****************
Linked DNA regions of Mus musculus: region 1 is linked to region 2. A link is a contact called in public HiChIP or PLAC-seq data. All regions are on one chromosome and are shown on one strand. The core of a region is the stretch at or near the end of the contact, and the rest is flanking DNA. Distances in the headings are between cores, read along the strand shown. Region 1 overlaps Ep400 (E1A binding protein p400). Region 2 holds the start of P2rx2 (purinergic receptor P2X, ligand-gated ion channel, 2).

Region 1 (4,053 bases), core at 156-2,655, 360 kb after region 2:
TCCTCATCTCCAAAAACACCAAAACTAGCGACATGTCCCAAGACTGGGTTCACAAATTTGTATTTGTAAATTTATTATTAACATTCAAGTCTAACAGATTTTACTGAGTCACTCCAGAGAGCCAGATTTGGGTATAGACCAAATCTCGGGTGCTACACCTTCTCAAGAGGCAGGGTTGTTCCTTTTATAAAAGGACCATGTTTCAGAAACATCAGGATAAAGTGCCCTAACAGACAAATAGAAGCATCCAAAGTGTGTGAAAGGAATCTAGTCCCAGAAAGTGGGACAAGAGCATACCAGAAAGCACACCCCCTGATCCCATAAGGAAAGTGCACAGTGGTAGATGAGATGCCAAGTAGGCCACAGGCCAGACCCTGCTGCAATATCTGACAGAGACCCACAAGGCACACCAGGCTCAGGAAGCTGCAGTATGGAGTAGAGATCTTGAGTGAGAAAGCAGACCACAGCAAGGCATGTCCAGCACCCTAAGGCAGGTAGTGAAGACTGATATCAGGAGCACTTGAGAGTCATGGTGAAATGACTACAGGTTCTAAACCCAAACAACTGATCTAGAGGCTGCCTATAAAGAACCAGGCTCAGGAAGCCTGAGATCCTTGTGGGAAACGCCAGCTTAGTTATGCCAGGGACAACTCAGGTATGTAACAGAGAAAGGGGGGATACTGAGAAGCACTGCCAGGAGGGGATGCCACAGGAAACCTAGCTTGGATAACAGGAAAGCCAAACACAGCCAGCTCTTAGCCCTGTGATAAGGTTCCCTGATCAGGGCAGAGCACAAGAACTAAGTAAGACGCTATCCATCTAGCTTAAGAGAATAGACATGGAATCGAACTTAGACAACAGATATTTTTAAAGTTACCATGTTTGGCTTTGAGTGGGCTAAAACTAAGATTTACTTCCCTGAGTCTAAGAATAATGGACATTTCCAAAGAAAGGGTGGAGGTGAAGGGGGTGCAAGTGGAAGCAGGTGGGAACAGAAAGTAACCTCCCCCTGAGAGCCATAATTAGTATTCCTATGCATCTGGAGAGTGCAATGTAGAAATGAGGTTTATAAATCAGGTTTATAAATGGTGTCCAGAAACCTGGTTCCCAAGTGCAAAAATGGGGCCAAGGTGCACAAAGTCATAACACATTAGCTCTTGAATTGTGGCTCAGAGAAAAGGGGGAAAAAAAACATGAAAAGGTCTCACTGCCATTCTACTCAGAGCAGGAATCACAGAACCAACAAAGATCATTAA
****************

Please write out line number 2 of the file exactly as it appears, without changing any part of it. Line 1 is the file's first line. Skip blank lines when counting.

Region 1 (4,053 bases), core at 156-2,655, 360 kb after region 2: